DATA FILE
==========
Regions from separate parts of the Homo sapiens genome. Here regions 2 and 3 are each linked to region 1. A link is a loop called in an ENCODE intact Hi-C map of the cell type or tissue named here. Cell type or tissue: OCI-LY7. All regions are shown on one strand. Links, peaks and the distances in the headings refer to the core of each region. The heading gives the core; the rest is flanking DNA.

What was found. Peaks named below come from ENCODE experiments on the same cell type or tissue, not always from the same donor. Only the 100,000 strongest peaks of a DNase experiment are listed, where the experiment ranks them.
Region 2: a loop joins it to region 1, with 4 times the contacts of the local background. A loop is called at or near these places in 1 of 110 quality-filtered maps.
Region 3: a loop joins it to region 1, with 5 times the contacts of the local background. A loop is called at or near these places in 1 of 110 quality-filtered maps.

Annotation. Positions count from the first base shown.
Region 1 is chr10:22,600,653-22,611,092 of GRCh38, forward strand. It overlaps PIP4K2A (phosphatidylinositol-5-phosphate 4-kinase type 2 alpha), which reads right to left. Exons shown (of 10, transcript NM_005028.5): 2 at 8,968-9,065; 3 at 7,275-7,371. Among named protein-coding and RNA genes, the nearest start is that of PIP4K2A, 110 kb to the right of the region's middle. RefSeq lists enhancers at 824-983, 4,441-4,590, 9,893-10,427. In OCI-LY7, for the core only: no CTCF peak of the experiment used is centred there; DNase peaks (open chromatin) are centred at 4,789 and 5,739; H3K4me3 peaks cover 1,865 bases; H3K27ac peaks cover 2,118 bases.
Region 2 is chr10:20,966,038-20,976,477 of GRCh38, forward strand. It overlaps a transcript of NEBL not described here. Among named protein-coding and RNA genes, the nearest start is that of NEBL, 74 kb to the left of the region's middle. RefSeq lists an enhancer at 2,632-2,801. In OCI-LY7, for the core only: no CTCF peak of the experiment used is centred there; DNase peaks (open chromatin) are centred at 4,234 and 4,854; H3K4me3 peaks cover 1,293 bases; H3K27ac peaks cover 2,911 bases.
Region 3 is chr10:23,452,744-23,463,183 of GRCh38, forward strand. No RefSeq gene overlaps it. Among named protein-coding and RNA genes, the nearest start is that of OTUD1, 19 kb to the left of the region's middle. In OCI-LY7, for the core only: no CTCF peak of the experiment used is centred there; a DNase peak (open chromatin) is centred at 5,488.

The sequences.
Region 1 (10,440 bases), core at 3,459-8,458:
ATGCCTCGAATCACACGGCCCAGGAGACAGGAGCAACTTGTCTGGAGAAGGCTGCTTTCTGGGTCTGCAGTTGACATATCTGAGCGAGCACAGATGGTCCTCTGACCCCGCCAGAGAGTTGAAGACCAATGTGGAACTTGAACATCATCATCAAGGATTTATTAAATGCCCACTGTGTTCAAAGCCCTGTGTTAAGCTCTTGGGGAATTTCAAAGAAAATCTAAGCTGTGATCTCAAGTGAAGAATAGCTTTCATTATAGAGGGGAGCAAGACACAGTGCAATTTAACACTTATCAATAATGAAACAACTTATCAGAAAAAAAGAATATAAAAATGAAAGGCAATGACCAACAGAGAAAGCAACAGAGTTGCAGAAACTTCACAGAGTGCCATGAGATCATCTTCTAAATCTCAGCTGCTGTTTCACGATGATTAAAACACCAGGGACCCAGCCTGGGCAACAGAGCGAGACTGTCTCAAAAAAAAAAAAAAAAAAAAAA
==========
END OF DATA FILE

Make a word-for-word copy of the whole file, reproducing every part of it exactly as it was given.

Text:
Regions from separate parts of the Homo sapiens genome. Here regions 2 and 3 are each linked to region 1. A link is a loop called in an ENCODE intact Hi-C map of the cell type or tissue named here. Cell type or tissue: OCI-LY7. All regions are shown on one strand. Links, peaks and the distances in the headings refer to the core of each region. The heading gives the core; the rest is flanking DNA.

What was found. Peaks named below come from ENCODE experiments on the same cell type or tissue, not always from the same donor. Only the 100,000 strongest peaks of a DNase experiment are listed, where the experiment ranks them.
Region 2: a loop joins it to region 1, with 4 times the contacts of the local background. A loop is called at or near these places in 1 of 110 quality-filtered maps.
Region 3: a loop joins it to region 1, with 5 times the contacts of the local background. A loop is called at or near these places in 1 of 110 quality-filtered maps.

Annotation. Positions count from the first base shown.
Region 1 is chr10:22,600,653-22,611,092 of GRCh38, forward strand. It overlaps PIP4K2A (phosphatidylinositol-5-phosphate 4-kinase type 2 alpha), which reads right to left. Exons shown (of 10, transcript NM_005028.5): 2 at 8,968-9,065; 3 at 7,275-7,371. Among named protein-coding and RNA genes, the nearest start is that of PIP4K2A, 110 kb to the right of the region's middle. RefSeq lists enhancers at 824-983, 4,441-4,590, 9,893-10,427. In OCI-LY7, for the core only: no CTCF peak of the experiment used is centred there; DNase peaks (open chromatin) are centred at 4,789 and 5,739; H3K4me3 peaks cover 1,865 bases; H3K27ac peaks cover 2,118 bases.
Region 2 is chr10:20,966,038-20,976,477 of GRCh38, forward strand. It overlaps a transcript of NEBL not described here. Among named protein-coding and RNA genes, the nearest start is that of NEBL, 74 kb to the left of the region's middle. RefSeq lists an enhancer at 2,632-2,801. In OCI-LY7, for the core only: no CTCF peak of the experiment used is centred there; DNase peaks (open chromatin) are centred at 4,234 and 4,854; H3K4me3 peaks cover 1,293 bases; H3K27ac peaks cover 2,911 bases.
Region 3 is chr10:23,452,744-23,463,183 of GRCh38, forward strand. No RefSeq gene overlaps it. Among named protein-coding and RNA genes, the nearest start is that of OTUD1, 19 kb to the left of the region's middle. In OCI-LY7, for the core only: no CTCF peak of the experiment used is centred there; a DNase peak (open chromatin) is centred at 5,488.

The sequences.
Region 1 (10,440 bases), core at 3,459-8,458:
ATGCCTCGAATCACACGGCCCAGGAGACAGGAGCAACTTGTCTGGAGAAGGCTGCTTTCTGGGTCTGCAGTTGACATATCTGAGCGAGCACAGATGGTCCTCTGACCCCGCCAGAGAGTTGAAGACCAATGTGGAACTTGAACATCATCATCAAGGATTTATTAAATGCCCACTGTGTTCAAAGCCCTGTGTTAAGCTCTTGGGGAATTTCAAAGAAAATCTAAGCTGTGATCTCAAGTGAAGAATAGCTTTCATTATAGAGGGGAGCAAGACACAGTGCAATTTAACACTTATCAATAATGAAACAACTTATCAGAAAAAAAGAATATAAAAATGAAAGGCAATGACCAACAGAGAAAGCAACAGAGTTGCAGAAACTTCACAGAGTGCCATGAGATCATCTTCTAAATCTCAGCTGCTGTTTCACGATGATTAAAACACCAGGGACCCAGCCTGGGCAACAGAGCGAGACTGTCTCAAAAAAAAAAAAAAAAAAAAAA